Instead, Cage hung out with them at meals, the dining hall being the principal place on campus for discussion. One morning the topic was French dramatist Antonin Artaud's ideas about theater reflecting the immediacy of experience, and Cage suggested making an illustrative theater piece to be performed that day using the resources of Black Mountain.

He asked artists to do their thing somewhat simultaneously. He quickly sketched out a layout with the audience surrounding the performers and created the timing for the participants. They were not told what to do, just where and when.

The poet Charles Olson read, probably on a ladder. Cage delivered a lecture he had written earlier for Juilliard. Cunningham improvised a dance. Avant-garde virtuoso David Tudor played something or other on the piano. Robert Rauschenberg, who had been a student of Albers, hung his white paintings and maybe a black one. There were projections of film and a painting by Franz Kline overhead.

This is widely credited as having been the first Happening and the inciter of performance art. Retrospectively it has been given the title "Theater Piece No. 1," although it is not an official part of the Cage catalog. Though a pack rat, Cage considered it such a classroom-casual event that he never even bothered to keep the "score." No one bothered to take a photograph.

And no one is sure exactly what happened at the first Happening. Witness accounts vary. An enormous literature has sprung about theorizing why that could be, what it all means and how we deal with a fleeting historic event we can't pin down. But Cage's revolutionary intention (or non-intention) was to defeat memory.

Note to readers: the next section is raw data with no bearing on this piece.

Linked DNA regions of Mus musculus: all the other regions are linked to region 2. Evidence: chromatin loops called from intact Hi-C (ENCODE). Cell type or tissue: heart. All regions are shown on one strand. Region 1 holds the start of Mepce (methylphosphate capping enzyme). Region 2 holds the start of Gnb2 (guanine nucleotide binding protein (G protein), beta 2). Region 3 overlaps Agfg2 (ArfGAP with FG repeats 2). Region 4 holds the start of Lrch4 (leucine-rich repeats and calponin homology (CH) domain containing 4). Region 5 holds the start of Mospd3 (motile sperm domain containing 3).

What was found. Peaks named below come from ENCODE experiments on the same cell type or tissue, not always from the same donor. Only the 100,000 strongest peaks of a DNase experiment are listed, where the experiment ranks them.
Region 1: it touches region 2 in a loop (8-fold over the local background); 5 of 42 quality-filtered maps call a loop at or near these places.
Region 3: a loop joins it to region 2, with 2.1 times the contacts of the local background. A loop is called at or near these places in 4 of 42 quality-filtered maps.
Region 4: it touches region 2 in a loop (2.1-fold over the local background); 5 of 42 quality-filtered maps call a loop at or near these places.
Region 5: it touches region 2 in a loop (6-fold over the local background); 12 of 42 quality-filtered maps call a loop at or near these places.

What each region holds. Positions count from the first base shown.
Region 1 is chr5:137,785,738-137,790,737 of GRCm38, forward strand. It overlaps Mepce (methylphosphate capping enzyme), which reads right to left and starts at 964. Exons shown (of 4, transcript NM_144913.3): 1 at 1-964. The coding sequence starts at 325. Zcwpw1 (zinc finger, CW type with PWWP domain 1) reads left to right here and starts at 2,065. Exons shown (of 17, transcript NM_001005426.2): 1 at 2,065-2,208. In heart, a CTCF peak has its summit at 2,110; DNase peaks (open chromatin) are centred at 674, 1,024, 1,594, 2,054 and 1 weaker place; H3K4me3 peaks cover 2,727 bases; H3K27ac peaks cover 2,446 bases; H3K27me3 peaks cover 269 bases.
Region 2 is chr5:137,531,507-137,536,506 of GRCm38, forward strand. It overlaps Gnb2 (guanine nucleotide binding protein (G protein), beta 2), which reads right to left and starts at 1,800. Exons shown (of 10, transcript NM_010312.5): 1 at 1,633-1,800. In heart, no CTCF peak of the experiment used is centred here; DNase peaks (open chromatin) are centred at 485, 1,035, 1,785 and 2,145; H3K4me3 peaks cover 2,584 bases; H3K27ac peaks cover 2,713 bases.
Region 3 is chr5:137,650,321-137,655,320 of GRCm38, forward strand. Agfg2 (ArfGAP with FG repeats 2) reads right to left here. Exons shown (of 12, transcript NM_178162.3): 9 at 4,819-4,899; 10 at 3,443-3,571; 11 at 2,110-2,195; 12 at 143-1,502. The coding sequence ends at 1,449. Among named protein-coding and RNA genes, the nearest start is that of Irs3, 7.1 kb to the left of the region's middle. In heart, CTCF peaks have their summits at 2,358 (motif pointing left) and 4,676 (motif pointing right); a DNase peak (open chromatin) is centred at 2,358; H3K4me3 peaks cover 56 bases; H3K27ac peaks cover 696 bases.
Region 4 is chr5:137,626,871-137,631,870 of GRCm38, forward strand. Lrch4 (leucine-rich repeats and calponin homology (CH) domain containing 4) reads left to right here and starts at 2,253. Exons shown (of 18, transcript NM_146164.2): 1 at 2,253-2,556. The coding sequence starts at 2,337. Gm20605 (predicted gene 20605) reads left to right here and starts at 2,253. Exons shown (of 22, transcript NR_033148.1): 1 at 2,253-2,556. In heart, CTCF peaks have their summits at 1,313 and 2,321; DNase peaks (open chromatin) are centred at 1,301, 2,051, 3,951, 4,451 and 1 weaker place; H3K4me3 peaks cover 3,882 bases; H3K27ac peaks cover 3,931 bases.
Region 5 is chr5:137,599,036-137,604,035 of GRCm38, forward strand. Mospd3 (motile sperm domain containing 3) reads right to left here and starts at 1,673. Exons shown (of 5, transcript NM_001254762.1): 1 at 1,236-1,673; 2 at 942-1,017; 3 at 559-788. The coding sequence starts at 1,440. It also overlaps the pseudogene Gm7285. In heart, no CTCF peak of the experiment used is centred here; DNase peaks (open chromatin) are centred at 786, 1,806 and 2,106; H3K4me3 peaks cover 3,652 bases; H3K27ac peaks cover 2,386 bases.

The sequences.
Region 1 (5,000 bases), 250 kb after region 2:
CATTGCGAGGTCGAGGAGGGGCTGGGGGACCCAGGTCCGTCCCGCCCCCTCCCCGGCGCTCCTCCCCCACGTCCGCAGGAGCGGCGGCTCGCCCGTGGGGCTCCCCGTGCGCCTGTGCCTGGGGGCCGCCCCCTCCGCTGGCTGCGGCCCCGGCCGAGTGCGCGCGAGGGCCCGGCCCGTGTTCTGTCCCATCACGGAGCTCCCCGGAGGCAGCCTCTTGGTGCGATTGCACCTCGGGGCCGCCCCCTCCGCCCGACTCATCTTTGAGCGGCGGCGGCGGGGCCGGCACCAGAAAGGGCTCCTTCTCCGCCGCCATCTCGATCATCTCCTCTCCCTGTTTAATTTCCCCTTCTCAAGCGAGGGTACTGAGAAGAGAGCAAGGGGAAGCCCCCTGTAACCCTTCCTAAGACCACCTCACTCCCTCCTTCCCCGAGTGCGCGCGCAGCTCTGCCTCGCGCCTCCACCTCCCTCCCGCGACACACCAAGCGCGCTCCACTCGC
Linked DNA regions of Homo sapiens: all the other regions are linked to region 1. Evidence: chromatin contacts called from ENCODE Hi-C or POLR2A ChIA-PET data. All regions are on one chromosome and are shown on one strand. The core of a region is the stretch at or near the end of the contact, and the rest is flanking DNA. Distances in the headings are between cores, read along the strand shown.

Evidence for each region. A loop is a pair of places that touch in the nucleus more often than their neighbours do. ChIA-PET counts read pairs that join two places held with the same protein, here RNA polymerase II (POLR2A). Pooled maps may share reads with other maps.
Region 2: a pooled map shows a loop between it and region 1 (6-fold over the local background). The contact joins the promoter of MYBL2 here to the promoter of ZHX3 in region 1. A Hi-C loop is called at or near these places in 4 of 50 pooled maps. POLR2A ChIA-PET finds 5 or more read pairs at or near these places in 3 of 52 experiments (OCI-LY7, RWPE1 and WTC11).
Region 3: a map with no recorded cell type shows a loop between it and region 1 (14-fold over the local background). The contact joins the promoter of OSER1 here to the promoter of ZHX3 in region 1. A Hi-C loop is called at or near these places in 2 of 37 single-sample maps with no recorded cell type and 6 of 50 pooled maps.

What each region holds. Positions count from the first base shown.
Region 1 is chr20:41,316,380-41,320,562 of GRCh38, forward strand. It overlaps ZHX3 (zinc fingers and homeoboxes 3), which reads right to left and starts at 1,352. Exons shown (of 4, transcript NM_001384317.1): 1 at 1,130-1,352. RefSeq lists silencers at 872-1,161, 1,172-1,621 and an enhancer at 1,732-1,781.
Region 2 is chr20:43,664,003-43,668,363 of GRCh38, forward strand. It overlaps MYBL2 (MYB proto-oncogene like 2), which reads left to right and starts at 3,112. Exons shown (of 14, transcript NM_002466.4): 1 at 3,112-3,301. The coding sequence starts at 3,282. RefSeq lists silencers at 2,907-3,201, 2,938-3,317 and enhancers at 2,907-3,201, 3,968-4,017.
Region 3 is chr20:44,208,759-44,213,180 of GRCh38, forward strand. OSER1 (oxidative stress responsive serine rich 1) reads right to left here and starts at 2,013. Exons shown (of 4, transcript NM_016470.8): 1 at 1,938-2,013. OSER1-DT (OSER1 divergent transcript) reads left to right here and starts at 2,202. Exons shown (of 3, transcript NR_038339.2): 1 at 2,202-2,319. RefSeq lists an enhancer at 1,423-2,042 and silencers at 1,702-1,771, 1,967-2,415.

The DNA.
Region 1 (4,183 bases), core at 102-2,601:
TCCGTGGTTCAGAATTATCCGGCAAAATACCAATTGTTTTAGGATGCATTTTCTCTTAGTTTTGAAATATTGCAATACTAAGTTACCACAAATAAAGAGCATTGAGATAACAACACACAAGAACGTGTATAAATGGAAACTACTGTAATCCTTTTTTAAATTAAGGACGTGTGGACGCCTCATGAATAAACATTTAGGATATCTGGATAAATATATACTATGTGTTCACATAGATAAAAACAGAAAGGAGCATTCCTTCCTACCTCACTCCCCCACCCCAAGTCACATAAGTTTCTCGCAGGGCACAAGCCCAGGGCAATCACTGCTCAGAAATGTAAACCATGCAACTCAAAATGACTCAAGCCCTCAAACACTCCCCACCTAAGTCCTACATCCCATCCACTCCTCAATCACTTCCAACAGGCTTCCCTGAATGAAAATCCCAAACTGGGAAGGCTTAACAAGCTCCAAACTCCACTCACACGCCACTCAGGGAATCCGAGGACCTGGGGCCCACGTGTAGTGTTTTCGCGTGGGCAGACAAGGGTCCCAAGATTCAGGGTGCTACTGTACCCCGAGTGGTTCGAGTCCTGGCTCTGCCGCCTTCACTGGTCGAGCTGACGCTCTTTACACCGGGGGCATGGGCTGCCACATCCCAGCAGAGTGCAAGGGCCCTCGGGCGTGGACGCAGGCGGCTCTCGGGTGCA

The participants couldn't remember because they were too focused on their own work. There had been no rehearsal, other than Cunningham testing the space so that he wouldn't accidentally kick someone. Not all artists are afforded the luxury of leaping before they look.

The lack of structure, moreover, meant it was impossible to take everything… [more]
bmc  blackmountaincollege  2015  johncage  history  eriksatie  mercecunningham  buckminsterfuller  soniasekula  education  democracy  annicalbers  josefalbers  helenmolesworth  leapbeforeyoulook  art  music  highered  highereducation  robertrauschenberg  happenings  williamdekooning  elaindekooning  arthurpenn  charlesolson  davidtudor 
april 2016 by robertogreco
Leap Before You Look: Black Mountain College 1933–1957 | icaboston.org
"A small, experimental liberal arts college founded in 1933, Black Mountain College (BMC) has exerted enormous influence on the postwar cultural life of the United States. Influenced by the utopian ideals of the progressive education movement, it placed the arts at the center of liberal arts education and believed that in doing so it could better educate citizens for participation in a democratic society. It was a dynamic crossroads for refugees from Europe and an emerging generation of American artists. Profoundly interdisciplinary, it offered equal attention to painting, weaving, sculpture, pottery, poetry, music, and dance.